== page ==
Africa matters to the United States and to its friends and allies for reasons ranging from its strategic geographic position to the threats posed by radicalization and violence to the vast economic opportunities and resources it offers. While the international community is currently focusing on crises in the Ukraine, Syria, and elsewhere, the security challenges in Africa also deserve much greater attention.  

For almost 40 years Spain has been victimized by domestic ETA violence. In 2004, Al Qa’ida perpetrated a devastating terrorist attack in Madrid.

Ambassador Ramón Gil-Casares, Ambassador of Spain to the United States of America, discussed both the threats and responses, particularly focusing on Spain’s contributions to security concerns nationally and globally.

Video from the Feb. 7 event is available here:

The 16th Annual Event On
“International Cooperation in Combating Terrorism:
Review of 2013 and Outlook for 2014”
The year 2013 represents the most troubling security challenge since 9/11, with the largest number of terrorist attacks occurring across the world. The battle we are waging is generational, institutional, and unavoidable. Without more effective international cooperation the cost to the global community will continue to grow in 2014.

A panel of political, military, and academic experts analyzed last year’s lessons, assessed anticipated threats in 2014 and beyond, and offered strategic recommendations for the international community.

Video is available now:

Experts from U.S. Government, Academia Discussed Challenges, History, And More

In light of the growing debate over the Geneva deal with Iran as illustrated by the Senate’s move toward a new sanctions bill, a panel of experts discussed many issues including the nuclear “red line” status, options for future trade-offs negotiations, and short and long term regional and global strategic implications.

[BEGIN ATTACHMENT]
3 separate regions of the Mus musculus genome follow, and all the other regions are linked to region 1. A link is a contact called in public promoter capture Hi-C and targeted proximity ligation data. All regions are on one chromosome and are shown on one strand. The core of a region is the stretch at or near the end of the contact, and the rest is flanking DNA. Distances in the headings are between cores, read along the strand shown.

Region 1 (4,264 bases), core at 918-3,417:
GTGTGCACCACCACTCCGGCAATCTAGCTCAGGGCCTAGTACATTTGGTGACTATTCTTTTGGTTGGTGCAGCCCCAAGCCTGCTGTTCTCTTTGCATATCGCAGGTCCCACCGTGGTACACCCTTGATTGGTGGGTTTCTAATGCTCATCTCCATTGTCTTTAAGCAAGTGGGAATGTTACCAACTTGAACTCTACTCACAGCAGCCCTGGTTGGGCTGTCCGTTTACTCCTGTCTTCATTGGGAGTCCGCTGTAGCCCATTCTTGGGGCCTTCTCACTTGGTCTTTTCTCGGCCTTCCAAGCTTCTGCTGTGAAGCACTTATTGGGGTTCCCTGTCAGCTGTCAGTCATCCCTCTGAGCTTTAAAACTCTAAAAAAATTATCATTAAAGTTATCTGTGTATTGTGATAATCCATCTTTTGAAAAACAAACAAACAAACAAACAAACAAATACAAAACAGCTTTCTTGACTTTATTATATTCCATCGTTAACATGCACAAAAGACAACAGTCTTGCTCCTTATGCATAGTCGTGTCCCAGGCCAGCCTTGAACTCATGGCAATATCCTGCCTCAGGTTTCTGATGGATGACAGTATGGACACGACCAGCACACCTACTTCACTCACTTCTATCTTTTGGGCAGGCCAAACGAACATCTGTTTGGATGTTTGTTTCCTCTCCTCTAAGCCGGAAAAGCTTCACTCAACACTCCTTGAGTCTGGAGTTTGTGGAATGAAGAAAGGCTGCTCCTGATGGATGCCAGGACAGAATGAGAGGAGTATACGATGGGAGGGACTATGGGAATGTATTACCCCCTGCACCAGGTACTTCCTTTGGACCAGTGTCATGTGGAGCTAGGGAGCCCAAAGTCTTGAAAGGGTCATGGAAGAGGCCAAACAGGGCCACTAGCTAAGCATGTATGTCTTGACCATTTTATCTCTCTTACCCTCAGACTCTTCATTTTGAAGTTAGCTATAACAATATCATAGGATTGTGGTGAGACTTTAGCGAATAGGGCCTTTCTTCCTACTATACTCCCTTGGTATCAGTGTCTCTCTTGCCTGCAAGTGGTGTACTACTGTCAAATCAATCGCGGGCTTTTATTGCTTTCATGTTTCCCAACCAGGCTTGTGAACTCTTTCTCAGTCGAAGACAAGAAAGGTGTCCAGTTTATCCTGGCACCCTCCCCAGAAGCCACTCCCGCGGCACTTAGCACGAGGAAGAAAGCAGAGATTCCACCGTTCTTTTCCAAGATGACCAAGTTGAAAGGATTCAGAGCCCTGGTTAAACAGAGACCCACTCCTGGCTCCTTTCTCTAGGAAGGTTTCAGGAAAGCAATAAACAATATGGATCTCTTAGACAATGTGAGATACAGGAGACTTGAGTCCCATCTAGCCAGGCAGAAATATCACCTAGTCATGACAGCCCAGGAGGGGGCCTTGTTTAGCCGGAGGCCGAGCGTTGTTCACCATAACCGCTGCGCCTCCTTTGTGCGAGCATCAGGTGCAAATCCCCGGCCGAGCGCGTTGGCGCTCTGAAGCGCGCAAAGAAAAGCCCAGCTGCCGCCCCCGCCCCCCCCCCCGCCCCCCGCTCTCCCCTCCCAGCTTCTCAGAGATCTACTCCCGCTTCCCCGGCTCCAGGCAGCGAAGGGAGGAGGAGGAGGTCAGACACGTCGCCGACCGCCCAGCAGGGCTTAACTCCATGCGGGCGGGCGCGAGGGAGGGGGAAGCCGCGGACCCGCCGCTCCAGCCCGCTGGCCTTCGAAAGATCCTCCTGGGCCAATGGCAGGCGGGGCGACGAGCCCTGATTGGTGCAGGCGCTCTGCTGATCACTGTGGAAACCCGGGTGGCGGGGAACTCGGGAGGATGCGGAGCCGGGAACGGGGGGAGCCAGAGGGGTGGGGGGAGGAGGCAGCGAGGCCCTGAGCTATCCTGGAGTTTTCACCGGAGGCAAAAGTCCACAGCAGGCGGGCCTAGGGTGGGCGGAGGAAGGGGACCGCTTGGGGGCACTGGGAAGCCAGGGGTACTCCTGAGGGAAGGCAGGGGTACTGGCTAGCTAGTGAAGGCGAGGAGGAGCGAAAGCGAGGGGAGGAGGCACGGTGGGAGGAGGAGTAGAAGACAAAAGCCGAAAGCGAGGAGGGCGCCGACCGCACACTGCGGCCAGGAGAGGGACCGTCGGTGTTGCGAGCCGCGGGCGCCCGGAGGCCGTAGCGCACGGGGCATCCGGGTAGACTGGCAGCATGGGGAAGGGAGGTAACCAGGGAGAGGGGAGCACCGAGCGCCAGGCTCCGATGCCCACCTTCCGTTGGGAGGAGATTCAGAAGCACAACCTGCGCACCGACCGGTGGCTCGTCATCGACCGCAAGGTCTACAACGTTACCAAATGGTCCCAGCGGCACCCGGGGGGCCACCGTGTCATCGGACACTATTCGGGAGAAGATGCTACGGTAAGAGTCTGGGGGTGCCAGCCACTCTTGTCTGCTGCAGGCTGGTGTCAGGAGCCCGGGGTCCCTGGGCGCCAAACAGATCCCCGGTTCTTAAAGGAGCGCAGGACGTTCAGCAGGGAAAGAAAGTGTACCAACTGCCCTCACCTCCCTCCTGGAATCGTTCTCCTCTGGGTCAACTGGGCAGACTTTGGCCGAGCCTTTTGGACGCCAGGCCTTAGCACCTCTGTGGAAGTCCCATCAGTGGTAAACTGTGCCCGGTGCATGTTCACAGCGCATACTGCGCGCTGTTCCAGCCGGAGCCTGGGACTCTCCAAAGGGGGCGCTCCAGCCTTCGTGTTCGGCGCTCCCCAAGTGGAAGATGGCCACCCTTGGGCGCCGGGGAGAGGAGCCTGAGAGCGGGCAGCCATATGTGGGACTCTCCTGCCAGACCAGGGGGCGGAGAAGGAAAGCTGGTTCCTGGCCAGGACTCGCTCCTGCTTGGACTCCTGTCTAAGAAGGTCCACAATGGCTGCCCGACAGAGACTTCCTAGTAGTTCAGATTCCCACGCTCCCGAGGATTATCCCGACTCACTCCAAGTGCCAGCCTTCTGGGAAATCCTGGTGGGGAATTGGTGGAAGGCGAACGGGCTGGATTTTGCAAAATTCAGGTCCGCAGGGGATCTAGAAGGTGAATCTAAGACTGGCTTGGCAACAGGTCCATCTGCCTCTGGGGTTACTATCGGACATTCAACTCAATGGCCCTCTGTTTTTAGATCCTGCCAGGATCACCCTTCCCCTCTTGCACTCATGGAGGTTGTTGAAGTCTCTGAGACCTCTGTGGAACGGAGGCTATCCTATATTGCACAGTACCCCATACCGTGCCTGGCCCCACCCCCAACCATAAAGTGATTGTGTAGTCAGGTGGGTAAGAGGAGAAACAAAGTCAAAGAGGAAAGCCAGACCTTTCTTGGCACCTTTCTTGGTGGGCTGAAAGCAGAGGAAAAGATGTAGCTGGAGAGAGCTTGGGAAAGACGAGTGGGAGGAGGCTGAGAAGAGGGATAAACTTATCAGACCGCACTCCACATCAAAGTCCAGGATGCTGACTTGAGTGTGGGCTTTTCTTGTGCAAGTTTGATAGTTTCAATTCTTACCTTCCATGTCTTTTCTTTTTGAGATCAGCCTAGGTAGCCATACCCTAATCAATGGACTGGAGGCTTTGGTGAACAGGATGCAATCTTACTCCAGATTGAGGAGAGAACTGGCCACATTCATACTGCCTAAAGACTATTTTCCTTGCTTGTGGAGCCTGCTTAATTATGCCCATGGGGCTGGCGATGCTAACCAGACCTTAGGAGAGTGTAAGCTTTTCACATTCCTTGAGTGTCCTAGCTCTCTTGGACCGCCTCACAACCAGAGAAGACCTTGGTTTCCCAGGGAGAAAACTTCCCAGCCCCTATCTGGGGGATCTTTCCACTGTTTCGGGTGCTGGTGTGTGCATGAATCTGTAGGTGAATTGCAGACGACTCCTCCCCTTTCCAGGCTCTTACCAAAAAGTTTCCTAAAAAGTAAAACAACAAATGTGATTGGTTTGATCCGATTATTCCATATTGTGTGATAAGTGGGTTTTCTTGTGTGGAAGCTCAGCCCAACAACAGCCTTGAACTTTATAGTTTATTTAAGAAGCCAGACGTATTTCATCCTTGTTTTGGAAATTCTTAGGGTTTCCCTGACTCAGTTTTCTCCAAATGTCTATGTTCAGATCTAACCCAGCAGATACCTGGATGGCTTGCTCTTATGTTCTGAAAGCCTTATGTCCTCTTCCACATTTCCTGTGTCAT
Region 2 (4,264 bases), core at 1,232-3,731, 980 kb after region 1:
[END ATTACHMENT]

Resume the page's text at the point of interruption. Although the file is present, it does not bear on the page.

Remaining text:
The Honorable Bijan R. Kian, the highest ranking Iranian-American to serve two U.S. presidents, was the keynote speaker.

Video from the event is available here:

Panel Addresses Security Challenges of a New, Permanent Fixture

Although lone wolf terrorism, as perpetrated by individuals in Oklahoma City, Fort Hood, and Oslo, has become a permanent fixture of security concerns nationally and globally, the phenomenon is not very well understood. A panel of experts discussed the nature of the growing threat and what modern societies can do to reduce the risks.

Michael S. Swetnam, CEO and Chairman, Potomac Institute for Policy Studies offered opening remarks, and the panel was moderated by Prof. Yonah Alexander, Director, Inter-University Center for Terrorism Studies, and Senior Fellow, Potomac Institute for Policy Studies.

Panelist speakers included: 
Marion (Spike) Bowman, Former Deputy General Counsel (National Security), Federal Bureau of Investigation; Distinguished Fellow, Center for National Security Law, University of Virginia School of Law
Prof. Amit Kumar, Edmund A. Walsh School of Foreign Service, Georgetown University
Kyle B. Olson, President, The Olson Group, Ltd.

Prof. Don Wallace Jr., Chairman, International Law Institute, provided closing remarks.

The video is can be viewed here:


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The Potomac Institute for Policy Studies is an independent, 501(c)(3), not-for-profit public policy research institute. The Institute identifies and aggressively shepherds discussion on key science and technology issues facing our society. From these discussions and forums, we develop meaningful science and technology policy options and ensure their implementation at the intersection of business and government.

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